Happy Weekend! This week’s weekend links include ways to tuck some joy into your summer, the dessert we’re making for father’s day, some nerdy food science I’m into, and more!
Happy weekend and happy Father’s Day, folks! I feel like time is kind of bananas right now–everything is fast and slow, long and short all at the same time. But we are here! It’s Father’s Day on Sunday. (What are you making?)
Beyond Father’s Day, we’ve kind of just been plugging away, working on some organizing projects, doing lots of summer reading, fitting in as many morning walks as we can, and making it through the hot summer days. In some ways, it feels a lot like my summers as a kid–lots of unstructured time + plenty of reading.
Now for some links for the weekend…
- Today is Juneteenth–I never remember learning about this holiday growing up and only learned about it a few years ago after seeing it on a calendar. This Instagram post was a great, easy way to learn about the significance and history of this holiday, traditional foods, ways to celebrate, etc.
- LOVING this summer rainbow polish. Sophie and I did matching toes a couple of weeks ago and I love how happy and cheery they look every time I see them.
- Speaking of summer love, Ingrid Fetell Lee just created this (free) Joyful Summer guide and I love it. It has 70 ideas for savoring the joy we have available even though this summer looks so different. I loved her classic summer movie list!
- JULIE ANDREWS HAS A KIDS’ STORYTIME PODCAST. And oh my. I love her.
- It feels like the last few months have changed everything. Here’s what some experts think our post-quarantine homes will be like.
- I’m no grilling expert, but I’m SO curious about this method for prepping sweet potatoes. Might be great with one of our Stuffed Sweet Potato Toppings?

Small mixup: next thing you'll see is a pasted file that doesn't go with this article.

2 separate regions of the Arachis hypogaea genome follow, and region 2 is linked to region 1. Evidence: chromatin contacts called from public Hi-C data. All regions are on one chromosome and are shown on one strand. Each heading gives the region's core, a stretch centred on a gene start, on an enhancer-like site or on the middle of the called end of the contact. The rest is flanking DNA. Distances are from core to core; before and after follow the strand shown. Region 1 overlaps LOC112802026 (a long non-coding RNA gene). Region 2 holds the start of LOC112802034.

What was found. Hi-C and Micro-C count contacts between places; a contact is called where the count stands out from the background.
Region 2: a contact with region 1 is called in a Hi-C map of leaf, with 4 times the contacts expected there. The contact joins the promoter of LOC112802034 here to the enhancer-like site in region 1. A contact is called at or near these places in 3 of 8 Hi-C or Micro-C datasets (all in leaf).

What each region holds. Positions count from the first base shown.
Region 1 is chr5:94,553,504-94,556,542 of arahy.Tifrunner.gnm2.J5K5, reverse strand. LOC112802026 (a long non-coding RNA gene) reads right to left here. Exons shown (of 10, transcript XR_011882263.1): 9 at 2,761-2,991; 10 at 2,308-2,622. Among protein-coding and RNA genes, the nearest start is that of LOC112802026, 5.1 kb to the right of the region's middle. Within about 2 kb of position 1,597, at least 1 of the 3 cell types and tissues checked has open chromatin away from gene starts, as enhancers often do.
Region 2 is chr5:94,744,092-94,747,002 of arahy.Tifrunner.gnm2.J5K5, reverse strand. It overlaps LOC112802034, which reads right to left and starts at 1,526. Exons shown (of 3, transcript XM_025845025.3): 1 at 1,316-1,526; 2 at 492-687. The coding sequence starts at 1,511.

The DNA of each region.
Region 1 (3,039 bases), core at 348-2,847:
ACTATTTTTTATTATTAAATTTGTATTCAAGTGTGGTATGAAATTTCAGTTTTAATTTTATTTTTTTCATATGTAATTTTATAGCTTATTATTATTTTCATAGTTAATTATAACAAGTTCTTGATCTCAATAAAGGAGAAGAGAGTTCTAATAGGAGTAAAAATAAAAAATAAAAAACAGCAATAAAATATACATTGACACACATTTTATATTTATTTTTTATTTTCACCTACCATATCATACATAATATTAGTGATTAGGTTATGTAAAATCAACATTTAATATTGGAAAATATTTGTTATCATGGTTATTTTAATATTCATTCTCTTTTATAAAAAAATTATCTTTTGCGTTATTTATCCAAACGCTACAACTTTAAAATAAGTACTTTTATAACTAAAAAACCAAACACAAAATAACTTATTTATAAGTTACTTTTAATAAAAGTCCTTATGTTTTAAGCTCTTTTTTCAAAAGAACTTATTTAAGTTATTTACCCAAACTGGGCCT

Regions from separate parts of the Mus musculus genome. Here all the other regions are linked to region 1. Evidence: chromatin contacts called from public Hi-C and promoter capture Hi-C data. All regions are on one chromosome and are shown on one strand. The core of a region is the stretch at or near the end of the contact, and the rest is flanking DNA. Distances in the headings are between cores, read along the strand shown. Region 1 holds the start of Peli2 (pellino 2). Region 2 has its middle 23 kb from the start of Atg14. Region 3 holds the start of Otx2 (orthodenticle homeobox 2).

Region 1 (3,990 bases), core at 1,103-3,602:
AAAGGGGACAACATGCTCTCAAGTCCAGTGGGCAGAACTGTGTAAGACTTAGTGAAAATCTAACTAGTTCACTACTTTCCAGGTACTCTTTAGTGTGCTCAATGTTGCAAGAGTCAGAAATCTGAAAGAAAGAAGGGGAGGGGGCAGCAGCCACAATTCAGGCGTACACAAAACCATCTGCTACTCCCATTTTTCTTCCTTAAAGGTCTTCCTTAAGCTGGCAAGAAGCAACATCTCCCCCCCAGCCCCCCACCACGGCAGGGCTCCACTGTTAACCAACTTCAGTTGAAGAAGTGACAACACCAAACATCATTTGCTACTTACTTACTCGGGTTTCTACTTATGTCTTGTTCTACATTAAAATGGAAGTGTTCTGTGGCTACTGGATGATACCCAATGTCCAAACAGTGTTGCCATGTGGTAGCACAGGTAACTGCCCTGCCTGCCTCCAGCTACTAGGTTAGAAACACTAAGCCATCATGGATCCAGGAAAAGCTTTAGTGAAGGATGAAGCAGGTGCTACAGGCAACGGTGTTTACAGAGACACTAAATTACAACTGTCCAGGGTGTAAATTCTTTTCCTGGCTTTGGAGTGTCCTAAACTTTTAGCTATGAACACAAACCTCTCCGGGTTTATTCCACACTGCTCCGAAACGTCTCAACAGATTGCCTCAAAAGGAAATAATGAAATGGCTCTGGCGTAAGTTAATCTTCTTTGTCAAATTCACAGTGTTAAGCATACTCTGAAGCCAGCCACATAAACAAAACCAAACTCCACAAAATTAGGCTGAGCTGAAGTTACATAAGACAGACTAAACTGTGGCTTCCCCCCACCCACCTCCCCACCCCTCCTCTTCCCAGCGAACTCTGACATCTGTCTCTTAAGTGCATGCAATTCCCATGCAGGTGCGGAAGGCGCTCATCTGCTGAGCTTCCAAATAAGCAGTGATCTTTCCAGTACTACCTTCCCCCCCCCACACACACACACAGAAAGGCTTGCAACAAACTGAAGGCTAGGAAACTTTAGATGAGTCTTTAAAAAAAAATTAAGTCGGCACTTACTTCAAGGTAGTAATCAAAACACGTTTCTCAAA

- Speaking of helpful methods, I’ve been using this trick for making berries last longer and it seems to be working!
- Trying to think of an excuse to get these shoes. They’re SO CUTE!
- Really appreciating how many thoughtful people are writing articles about All The Things. Sophie’s headed into her tweens (HOW EVEN DID THAT HAPPEN), so we’ve been picking up steam on body conversations. (We’ve loved this book if you need one!). I also loved this article about how to talk to your daughters about periods. I think we’re still a while from that being part of our lives, but I know that the more open and positive the conversations are from a young age, the easier things go as kids grow up.
4 EASY WAYS YOU CAN SUPPORT BLACK CREATORS & BUSINESSES RIGHT NOW:
In addition to the big, important things–reading books, learning & studying, having the hard conversations with family/friends, voting, reaching out to representatives & elected officials, and donating to organizations, etc.–I thought I’d share some simple ways you can support individual Black creators & business owners right now:
- BUY PRODUCTS & COURSES – Books, candles, clothes, courses. Whatever they create! There are Black creators and businesses in every industry and space. Learn about finance, pick up some new home decor, buy Father’s Day gifts, order treats for a friend, pick up a beautiful dress or graphic tee, order luxury bath items, a bow for your daughter, or top off your summer reading list with a stack of books.
- PAY PEOPLE WHO ARE PROVIDING EDUCATION, INFORMATION & ART FOR FREE. Love someone’s Instagram account, podcast, book recommendation list, YouTube Channel, FB or IG Live video, recipe, graphic, or printable? Pop in with a “Thank you so much for creating/sharing ____. I’d love to pay you for your time! Do you have a Venmo/PayPal/etc.?” or “This was amazing. Can I Venmo you lunch or a coffee as a thank-you?” Or, sign up for their Patreon account if they have one!
- LEAVE A COMMENT OR REVIEW. Leaving positive feedback on someone’s blog, IG account, podcast, or YouTube channel helps others find them and helps them rank higher in search results and algorithms. Taking a few minutes to leave this feedback can make a big difference for creators and businesses!
- SHARE WITH ATTRIBUTION & PERMISSION. Refer people to the original source, rather than sharing the entirety of someone’s thoughts or work. Tag the creator in the first line or paragraph of your caption (not at the bottom where no one will see it). Ask before reposting photos/graphics. Don’t add filters to or edit other artist’s work.